How to Choose the Right Guest List the First Time

A man holds a guest list sign at a wedding ceremony

Your wedding day is one of the happiest days of your life, and naturally you’ll want to spend it surrounded by close friends and family. You may have a pretty good idea of who you want to invite or what size you want your wedding to be. Sitting down and drafting the guest list can be pretty challenging for couples. For example, it can be difficult to decide whether invites should be sent to your second cousin, or if you should invite your future spouse’s camp buddies that he hasn’t seen in years.

Let’s break down how to make your guest list in the most efficient (and drama-free) manner.

Create a Rough Draft of the Guest List

If you could invite anyone to your wedding had an unlimited budget—who would you invite? Sit down with your future spouse and write down every person you want to invite to your wedding. Divide up your guest list in any way that makes sense to both of you, whether it’s categorized by friends and then family, or by your guests and your partner’s guests.

An engaged couple review their wedding guest list while sitting together on the couch

Consider this list your rough draft. This is the “master list” from which you’re likely to cut people for budget or space reasons. This is also a good reference list you can come back to later when you’re thinking about adding guests you hadn’t thought of. Were they on the rough draft list? If not, then you probably don’t really want them at your wedding now, do you?

Evaluate Your Wedding Budget

The wedding budget is the primary reason why you have to cut people from your guest list. Your venue, which should be booked before the final guest list is decided, may have a cap on how many guests you can invite, so you’ll need to pay close attention to that number when your are finalizing your list.

If you want to invite a lot of guests to the wedding, then you’ll have to estimate how much it’s going to cost to provide dinner, drinks, and dessert for each guest. If you want to have a dinner reception with a buffet, then you need to make sure you can afford to have enough food for all your invited guests. The price is often provided by caterers in the form of a “per head” estimate, so you’ll know exactly how much it’s going to cost for the meal.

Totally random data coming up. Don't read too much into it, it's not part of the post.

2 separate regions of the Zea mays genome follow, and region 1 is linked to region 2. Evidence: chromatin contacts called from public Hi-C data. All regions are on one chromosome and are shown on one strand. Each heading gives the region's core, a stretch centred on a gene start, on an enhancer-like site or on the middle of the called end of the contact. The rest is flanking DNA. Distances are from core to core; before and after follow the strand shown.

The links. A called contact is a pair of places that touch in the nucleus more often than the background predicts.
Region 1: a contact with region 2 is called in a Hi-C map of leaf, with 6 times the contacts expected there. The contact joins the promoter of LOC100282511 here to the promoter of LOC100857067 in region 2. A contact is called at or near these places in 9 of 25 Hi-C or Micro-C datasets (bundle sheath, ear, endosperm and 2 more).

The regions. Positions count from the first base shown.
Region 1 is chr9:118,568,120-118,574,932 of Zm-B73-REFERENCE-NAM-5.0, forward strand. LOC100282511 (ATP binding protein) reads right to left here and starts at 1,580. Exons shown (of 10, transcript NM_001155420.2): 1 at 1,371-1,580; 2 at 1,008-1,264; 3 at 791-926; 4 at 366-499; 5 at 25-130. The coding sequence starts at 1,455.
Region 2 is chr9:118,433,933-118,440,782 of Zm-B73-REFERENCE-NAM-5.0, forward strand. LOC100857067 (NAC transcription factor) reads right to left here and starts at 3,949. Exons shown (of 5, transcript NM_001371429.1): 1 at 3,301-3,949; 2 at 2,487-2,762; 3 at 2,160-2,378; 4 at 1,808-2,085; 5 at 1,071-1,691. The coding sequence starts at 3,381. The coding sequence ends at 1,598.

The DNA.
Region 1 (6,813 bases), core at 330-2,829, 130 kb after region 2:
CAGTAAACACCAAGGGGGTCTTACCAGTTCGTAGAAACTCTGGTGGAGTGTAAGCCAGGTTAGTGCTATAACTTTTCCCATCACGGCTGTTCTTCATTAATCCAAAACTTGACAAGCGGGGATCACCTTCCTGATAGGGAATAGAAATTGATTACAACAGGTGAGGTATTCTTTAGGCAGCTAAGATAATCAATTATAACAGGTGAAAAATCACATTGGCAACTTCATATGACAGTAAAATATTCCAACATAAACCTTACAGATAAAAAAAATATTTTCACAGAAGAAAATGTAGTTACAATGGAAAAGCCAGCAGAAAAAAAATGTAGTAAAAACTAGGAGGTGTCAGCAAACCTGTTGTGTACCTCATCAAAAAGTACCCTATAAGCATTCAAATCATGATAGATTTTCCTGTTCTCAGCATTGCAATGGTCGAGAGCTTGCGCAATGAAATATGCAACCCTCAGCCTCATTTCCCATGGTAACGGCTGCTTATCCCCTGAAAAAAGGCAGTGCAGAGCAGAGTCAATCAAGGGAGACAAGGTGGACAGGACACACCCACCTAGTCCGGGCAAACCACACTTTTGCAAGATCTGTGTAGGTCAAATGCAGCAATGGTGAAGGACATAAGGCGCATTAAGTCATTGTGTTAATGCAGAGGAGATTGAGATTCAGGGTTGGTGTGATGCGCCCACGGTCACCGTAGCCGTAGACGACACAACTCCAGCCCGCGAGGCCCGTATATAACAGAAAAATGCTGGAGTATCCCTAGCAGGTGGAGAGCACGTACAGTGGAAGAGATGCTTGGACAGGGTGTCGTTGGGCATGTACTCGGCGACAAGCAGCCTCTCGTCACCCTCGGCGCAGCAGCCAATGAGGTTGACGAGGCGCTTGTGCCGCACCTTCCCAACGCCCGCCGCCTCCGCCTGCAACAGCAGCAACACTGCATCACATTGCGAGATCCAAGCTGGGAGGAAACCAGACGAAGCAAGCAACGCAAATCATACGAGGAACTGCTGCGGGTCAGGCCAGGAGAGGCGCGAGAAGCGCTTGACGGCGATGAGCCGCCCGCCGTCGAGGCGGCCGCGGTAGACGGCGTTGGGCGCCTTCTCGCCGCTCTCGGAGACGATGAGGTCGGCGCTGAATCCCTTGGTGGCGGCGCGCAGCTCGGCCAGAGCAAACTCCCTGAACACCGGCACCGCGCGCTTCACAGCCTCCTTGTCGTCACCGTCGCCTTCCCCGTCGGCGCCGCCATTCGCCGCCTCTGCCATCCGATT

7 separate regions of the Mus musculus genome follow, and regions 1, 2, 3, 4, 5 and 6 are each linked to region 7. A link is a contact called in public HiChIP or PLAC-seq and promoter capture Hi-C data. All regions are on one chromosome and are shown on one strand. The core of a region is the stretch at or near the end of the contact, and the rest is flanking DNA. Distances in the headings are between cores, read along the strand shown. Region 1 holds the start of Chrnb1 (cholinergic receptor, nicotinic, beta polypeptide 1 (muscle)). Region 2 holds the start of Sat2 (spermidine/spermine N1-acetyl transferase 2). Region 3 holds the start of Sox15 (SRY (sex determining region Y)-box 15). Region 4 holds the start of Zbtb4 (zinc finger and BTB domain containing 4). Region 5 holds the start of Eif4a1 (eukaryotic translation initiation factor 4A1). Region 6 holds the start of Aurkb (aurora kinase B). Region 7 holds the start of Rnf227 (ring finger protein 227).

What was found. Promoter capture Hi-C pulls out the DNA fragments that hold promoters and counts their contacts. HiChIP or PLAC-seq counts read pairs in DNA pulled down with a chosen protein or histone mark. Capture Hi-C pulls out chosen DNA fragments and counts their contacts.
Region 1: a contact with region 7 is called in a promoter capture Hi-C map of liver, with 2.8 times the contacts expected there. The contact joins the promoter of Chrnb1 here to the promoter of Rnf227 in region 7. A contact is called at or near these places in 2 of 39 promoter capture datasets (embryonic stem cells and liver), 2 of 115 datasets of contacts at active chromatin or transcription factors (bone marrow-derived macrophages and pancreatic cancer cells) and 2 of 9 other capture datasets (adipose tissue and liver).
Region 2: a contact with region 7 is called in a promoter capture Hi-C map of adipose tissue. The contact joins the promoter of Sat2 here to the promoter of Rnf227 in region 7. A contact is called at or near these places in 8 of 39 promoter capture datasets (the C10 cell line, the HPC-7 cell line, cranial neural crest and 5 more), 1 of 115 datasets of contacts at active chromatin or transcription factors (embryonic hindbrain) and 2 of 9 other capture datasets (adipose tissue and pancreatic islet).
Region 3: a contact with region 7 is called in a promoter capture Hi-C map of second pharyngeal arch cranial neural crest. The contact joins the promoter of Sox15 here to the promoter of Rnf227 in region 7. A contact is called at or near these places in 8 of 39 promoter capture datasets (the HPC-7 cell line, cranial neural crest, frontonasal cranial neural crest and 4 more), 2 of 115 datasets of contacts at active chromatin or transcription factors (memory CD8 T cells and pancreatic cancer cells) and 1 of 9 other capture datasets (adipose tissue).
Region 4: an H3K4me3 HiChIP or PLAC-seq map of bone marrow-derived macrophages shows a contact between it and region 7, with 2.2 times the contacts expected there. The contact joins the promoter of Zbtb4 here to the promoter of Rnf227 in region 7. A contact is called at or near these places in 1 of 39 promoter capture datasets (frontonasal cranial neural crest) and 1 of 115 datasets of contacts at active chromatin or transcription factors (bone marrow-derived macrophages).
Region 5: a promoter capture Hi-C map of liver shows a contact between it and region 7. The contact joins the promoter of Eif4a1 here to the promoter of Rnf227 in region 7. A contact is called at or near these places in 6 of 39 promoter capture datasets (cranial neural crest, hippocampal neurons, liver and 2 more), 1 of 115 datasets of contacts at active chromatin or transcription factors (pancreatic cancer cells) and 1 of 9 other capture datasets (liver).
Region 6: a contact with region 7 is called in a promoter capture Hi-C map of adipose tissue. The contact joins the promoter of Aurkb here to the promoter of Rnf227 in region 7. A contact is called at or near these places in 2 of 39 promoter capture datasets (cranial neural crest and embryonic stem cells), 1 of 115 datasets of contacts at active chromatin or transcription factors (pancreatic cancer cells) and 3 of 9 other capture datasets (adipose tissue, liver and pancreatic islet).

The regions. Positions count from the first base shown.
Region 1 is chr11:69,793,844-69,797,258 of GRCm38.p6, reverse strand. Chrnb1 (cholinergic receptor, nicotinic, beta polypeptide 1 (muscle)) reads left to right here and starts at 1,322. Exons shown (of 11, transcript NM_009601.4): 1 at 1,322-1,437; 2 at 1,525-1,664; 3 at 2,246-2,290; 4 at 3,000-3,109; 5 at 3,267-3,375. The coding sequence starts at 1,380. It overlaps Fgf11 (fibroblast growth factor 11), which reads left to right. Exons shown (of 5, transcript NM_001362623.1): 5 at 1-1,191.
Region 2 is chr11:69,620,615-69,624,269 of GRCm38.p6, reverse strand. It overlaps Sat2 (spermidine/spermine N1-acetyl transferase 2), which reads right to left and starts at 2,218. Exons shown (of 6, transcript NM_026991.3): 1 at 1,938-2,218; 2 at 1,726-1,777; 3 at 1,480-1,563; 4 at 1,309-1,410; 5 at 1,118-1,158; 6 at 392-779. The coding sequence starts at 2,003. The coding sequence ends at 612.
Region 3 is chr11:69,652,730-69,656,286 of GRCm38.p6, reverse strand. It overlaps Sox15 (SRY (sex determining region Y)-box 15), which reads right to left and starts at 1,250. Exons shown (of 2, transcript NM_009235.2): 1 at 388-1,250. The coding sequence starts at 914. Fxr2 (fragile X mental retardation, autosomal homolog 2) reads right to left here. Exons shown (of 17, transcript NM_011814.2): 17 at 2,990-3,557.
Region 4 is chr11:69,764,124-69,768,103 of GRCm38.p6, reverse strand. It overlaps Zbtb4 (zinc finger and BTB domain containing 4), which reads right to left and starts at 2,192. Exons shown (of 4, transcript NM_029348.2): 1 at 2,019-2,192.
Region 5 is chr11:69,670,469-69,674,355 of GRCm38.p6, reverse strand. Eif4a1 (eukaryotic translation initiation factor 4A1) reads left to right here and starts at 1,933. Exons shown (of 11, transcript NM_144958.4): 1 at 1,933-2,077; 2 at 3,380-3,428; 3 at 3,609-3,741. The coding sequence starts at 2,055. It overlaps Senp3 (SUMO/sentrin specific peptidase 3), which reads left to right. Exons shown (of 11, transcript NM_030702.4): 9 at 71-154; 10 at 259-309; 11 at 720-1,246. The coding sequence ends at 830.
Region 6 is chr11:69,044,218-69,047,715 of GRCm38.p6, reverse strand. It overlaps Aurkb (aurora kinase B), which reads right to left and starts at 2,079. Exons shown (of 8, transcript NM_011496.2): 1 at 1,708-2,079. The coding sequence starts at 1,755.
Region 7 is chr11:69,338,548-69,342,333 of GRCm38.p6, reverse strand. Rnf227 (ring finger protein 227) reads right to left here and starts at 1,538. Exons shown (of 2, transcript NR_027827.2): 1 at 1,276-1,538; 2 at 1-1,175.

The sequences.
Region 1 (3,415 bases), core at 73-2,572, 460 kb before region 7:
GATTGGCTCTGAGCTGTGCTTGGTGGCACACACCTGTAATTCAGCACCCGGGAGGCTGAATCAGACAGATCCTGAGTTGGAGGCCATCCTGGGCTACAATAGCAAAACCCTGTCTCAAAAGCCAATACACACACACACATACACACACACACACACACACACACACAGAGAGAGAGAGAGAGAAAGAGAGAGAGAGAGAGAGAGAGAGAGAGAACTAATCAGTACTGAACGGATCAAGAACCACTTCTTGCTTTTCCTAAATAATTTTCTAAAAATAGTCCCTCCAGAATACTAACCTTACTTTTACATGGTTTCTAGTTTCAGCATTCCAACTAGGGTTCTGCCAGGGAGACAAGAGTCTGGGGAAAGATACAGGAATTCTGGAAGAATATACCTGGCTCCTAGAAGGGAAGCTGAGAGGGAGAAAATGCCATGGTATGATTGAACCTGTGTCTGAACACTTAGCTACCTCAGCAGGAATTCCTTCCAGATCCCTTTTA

There are things you can do to make room in your budget for more guests, such as serving heavy appetizers (instead of a meal) and not having an open bar during your reception. There are other budget-saving ideas you’ll need to think about when you’re trying to decide on a total number of guests.

Establish Rules for Your List

Once you have a good idea of how much you can spend per person at the ceremony and reception, then it’s time to start making an official guest list. This means it’s probably time to start cutting people from your guest list rough draft. The most painless way to do this is to make “rules” for you and your future spouse to follow, so that you can both decide on who gets cut.

A recently married couple dance together after an outdoor wedding

For example, you can make a guest list rule about not inviting friends who have never met your future husband or wife. This would make it easy to cut old friends that may have meant a lot to you when you were growing up but who aren’t really in your life anymore. You could also make a rule that you won’t invite family members beyond first cousins, aunts, and uncles. This is especially useful if you have a particularly large family tree.

Whatever rules you decide on, try to stick to them as much as possible. Of course there are always exceptions, but don’t let them get too far out of hand or you’ll be inviting everyone in town to the wedding.

Make Sure the Guest List is Evenly Split

When you examine your list, it’s important to make sure that everything is as equal as possible. This is the best way to avoid hurt feelings between family members. The traditional way of divvying up the guest list invites is to give the couple half the guest list and the remaining two quarters to the parents of the couple. Not every family will fit into that equation perfectly, but this gives you a good idea of what a fair split is between the families of a soon-to-wed couple.

Don’t be Tempted to Add Guests Later

After you have completed your guest list, try to avoid the temptation of adding more guests once it is finalized. There will always be people that you wish you could have invited to your wedding, but at some point you have to know where to draw the line.

Creating the right guest list is more than just deciding who is invited to your wedding ceremony. You also have to decide with your partner on how the list will be divided and who you will choose to not invite. In the end, it’s all about creating the perfect wedding event with the perfect guest list so that you can cherish the day for the rest of your lives!

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